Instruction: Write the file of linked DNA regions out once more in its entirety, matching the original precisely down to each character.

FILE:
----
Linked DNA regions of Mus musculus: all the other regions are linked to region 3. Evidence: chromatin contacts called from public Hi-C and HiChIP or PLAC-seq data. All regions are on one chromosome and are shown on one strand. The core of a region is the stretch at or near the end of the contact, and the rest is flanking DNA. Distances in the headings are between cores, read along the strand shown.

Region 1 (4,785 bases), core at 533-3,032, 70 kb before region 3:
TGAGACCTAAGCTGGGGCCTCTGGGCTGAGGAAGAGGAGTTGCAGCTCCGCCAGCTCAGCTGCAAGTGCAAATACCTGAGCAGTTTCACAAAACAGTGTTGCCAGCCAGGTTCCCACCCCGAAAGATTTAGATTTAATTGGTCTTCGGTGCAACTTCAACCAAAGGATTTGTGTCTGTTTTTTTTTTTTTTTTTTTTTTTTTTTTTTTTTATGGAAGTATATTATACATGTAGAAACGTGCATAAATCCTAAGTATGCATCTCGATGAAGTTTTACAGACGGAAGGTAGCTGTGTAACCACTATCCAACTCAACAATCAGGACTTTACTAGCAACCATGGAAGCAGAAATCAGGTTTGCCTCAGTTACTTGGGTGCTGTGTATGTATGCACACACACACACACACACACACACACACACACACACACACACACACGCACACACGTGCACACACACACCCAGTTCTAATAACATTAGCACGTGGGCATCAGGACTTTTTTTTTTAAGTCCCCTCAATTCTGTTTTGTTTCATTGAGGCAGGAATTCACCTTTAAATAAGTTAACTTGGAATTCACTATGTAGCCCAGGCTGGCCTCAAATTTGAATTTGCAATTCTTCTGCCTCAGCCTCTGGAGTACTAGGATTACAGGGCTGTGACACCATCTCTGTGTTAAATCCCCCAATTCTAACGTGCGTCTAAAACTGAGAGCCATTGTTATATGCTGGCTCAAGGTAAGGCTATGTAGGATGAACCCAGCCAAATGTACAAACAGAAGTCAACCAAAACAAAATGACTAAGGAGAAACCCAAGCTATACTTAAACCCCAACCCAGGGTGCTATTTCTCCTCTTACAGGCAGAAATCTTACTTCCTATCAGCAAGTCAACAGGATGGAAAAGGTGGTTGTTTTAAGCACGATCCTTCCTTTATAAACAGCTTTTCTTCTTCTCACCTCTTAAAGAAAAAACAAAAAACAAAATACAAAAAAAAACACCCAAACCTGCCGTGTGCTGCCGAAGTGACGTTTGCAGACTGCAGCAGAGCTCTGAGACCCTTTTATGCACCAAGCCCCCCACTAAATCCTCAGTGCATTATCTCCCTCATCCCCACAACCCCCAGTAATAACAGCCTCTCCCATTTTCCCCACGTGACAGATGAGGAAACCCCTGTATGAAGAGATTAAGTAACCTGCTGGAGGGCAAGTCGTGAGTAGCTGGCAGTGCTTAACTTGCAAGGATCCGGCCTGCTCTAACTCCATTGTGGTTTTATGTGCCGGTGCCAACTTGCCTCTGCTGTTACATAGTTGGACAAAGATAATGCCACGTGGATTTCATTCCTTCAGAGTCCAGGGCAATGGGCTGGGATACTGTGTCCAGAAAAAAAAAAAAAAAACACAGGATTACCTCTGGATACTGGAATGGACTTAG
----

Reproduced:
Linked DNA regions of Mus musculus: all the other regions are linked to region 3. Evidence: chromatin contacts called from public Hi-C and HiChIP or PLAC-seq data. All regions are on one chromosome and are shown on one strand. The core of a region is the stretch at or near the end of the contact, and the rest is flanking DNA. Distances in the headings are between cores, read along the strand shown.

Region 1 (4,785 bases), core at 533-3,032, 70 kb before region 3:
TGAGACCTAAGCTGGGGCCTCTGGGCTGAGGAAGAGGAGTTGCAGCTCCGCCAGCTCAGCTGCAAGTGCAAATACCTGAGCAGTTTCACAAAACAGTGTTGCCAGCCAGGTTCCCACCCCGAAAGATTTAGATTTAATTGGTCTTCGGTGCAACTTCAACCAAAGGATTTGTGTCTGTTTTTTTTTTTTTTTTTTTTTTTTTTTTTTTTTATGGAAGTATATTATACATGTAGAAACGTGCATAAATCCTAAGTATGCATCTCGATGAAGTTTTACAGACGGAAGGTAGCTGTGTAACCACTATCCAACTCAACAATCAGGACTTTACTAGCAACCATGGAAGCAGAAATCAGGTTTGCCTCAGTTACTTGGGTGCTGTGTATGTATGCACACACACACACACACACACACACACACACACACACACACACACACGCACACACGTGCACACACACACCCAGTTCTAATAACATTAGCACGTGGGCATCAGGACTTTTTTTTTTAAGTCCCCTCAATTCTGTTTTGTTTCATTGAGGCAGGAATTCACCTTTAAATAAGTTAACTTGGAATTCACTATGTAGCCCAGGCTGGCCTCAAATTTGAATTTGCAATTCTTCTGCCTCAGCCTCTGGAGTACTAGGATTACAGGGCTGTGACACCATCTCTGTGTTAAATCCCCCAATTCTAACGTGCGTCTAAAACTGAGAGCCATTGTTATATGCTGGCTCAAGGTAAGGCTATGTAGGATGAACCCAGCCAAATGTACAAACAGAAGTCAACCAAAACAAAATGACTAAGGAGAAACCCAAGCTATACTTAAACCCCAACCCAGGGTGCTATTTCTCCTCTTACAGGCAGAAATCTTACTTCCTATCAGCAAGTCAACAGGATGGAAAAGGTGGTTGTTTTAAGCACGATCCTTCCTTTATAAACAGCTTTTCTTCTTCTCACCTCTTAAAGAAAAAACAAAAAACAAAATACAAAAAAAAACACCCAAACCTGCCGTGTGCTGCCGAAGTGACGTTTGCAGACTGCAGCAGAGCTCTGAGACCCTTTTATGCACCAAGCCCCCCACTAAATCCTCAGTGCATTATCTCCCTCATCCCCACAACCCCCAGTAATAACAGCCTCTCCCATTTTCCCCACGTGACAGATGAGGAAACCCCTGTATGAAGAGATTAAGTAACCTGCTGGAGGGCAAGTCGTGAGTAGCTGGCAGTGCTTAACTTGCAAGGATCCGGCCTGCTCTAACTCCATTGTGGTTTTATGTGCCGGTGCCAACTTGCCTCTGCTGTTACATAGTTGGACAAAGATAATGCCACGTGGATTTCATTCCTTCAGAGTCCAGGGCAATGGGCTGGGATACTGTGTCCAGAAAAAAAAAAAAAAAACACAGGATTACCTCTGGATACTGGAATGGACTTAG